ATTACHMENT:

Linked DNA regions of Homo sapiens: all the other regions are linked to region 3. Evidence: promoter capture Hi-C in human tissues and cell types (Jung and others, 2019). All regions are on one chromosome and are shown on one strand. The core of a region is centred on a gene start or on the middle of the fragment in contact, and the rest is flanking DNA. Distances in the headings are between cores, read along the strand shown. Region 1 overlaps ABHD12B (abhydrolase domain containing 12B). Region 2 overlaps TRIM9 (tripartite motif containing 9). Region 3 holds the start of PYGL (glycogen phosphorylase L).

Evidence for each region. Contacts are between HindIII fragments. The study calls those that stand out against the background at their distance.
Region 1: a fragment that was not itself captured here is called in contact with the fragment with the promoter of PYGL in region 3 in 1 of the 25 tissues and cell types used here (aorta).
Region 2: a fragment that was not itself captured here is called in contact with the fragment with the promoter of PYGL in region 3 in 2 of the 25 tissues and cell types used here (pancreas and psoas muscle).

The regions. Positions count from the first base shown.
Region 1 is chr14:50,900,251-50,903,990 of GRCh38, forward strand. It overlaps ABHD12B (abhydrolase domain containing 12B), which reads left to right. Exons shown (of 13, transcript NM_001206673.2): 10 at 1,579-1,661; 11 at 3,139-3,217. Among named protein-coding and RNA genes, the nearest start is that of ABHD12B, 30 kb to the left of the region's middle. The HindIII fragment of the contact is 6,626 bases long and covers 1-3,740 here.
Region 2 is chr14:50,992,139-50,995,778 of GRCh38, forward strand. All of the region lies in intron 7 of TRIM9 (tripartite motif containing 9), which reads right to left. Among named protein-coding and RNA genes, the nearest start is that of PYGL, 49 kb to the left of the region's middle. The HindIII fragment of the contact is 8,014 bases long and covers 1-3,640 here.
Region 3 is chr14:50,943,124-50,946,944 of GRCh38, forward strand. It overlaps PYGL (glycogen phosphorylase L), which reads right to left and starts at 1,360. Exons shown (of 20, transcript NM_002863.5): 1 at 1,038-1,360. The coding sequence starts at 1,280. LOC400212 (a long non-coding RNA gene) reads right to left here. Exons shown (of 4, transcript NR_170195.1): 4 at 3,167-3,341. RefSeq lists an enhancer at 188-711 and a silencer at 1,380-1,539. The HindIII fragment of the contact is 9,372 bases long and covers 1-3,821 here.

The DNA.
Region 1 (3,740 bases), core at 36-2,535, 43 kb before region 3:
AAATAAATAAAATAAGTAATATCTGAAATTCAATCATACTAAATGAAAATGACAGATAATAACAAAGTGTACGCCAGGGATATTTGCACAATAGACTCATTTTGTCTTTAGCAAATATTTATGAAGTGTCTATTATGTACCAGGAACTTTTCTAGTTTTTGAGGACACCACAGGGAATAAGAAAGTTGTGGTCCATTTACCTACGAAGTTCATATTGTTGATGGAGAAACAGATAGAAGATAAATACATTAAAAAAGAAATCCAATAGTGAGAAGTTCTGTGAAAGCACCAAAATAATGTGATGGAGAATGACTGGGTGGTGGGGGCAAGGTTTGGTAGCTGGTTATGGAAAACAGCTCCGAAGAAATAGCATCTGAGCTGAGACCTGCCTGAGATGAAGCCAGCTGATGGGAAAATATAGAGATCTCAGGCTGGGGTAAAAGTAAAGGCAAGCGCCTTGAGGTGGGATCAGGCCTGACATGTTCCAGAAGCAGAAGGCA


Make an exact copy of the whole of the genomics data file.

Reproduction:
Linked DNA regions of Homo sapiens: all the other regions are linked to region 3. Evidence: promoter capture Hi-C in human tissues and cell types (Jung and others, 2019). All regions are on one chromosome and are shown on one strand. The core of a region is centred on a gene start or on the middle of the fragment in contact, and the rest is flanking DNA. Distances in the headings are between cores, read along the strand shown. Region 1 overlaps ABHD12B (abhydrolase domain containing 12B). Region 2 overlaps TRIM9 (tripartite motif containing 9). Region 3 holds the start of PYGL (glycogen phosphorylase L).

Evidence for each region. Contacts are between HindIII fragments. The study calls those that stand out against the background at their distance.
Region 1: a fragment that was not itself captured here is called in contact with the fragment with the promoter of PYGL in region 3 in 1 of the 25 tissues and cell types used here (aorta).
Region 2: a fragment that was not itself captured here is called in contact with the fragment with the promoter of PYGL in region 3 in 2 of the 25 tissues and cell types used here (pancreas and psoas muscle).

The regions. Positions count from the first base shown.
Region 1 is chr14:50,900,251-50,903,990 of GRCh38, forward strand. It overlaps ABHD12B (abhydrolase domain containing 12B), which reads left to right. Exons shown (of 13, transcript NM_001206673.2): 10 at 1,579-1,661; 11 at 3,139-3,217. Among named protein-coding and RNA genes, the nearest start is that of ABHD12B, 30 kb to the left of the region's middle. The HindIII fragment of the contact is 6,626 bases long and covers 1-3,740 here.
Region 2 is chr14:50,992,139-50,995,778 of GRCh38, forward strand. All of the region lies in intron 7 of TRIM9 (tripartite motif containing 9), which reads right to left. Among named protein-coding and RNA genes, the nearest start is that of PYGL, 49 kb to the left of the region's middle. The HindIII fragment of the contact is 8,014 bases long and covers 1-3,640 here.
Region 3 is chr14:50,943,124-50,946,944 of GRCh38, forward strand. It overlaps PYGL (glycogen phosphorylase L), which reads right to left and starts at 1,360. Exons shown (of 20, transcript NM_002863.5): 1 at 1,038-1,360. The coding sequence starts at 1,280. LOC400212 (a long non-coding RNA gene) reads right to left here. Exons shown (of 4, transcript NR_170195.1): 4 at 3,167-3,341. RefSeq lists an enhancer at 188-711 and a silencer at 1,380-1,539. The HindIII fragment of the contact is 9,372 bases long and covers 1-3,821 here.

The DNA.
Region 1 (3,740 bases), core at 36-2,535, 43 kb before region 3:
AAATAAATAAAATAAGTAATATCTGAAATTCAATCATACTAAATGAAAATGACAGATAATAACAAAGTGTACGCCAGGGATATTTGCACAATAGACTCATTTTGTCTTTAGCAAATATTTATGAAGTGTCTATTATGTACCAGGAACTTTTCTAGTTTTTGAGGACACCACAGGGAATAAGAAAGTTGTGGTCCATTTACCTACGAAGTTCATATTGTTGATGGAGAAACAGATAGAAGATAAATACATTAAAAAAGAAATCCAATAGTGAGAAGTTCTGTGAAAGCACCAAAATAATGTGATGGAGAATGACTGGGTGGTGGGGGCAAGGTTTGGTAGCTGGTTATGGAAAACAGCTCCGAAGAAATAGCATCTGAGCTGAGACCTGCCTGAGATGAAGCCAGCTGATGGGAAAATATAGAGATCTCAGGCTGGGGTAAAAGTAAAGGCAAGCGCCTTGAGGTGGGATCAGGCCTGACATGTTCCAGAAGCAGAAGGCA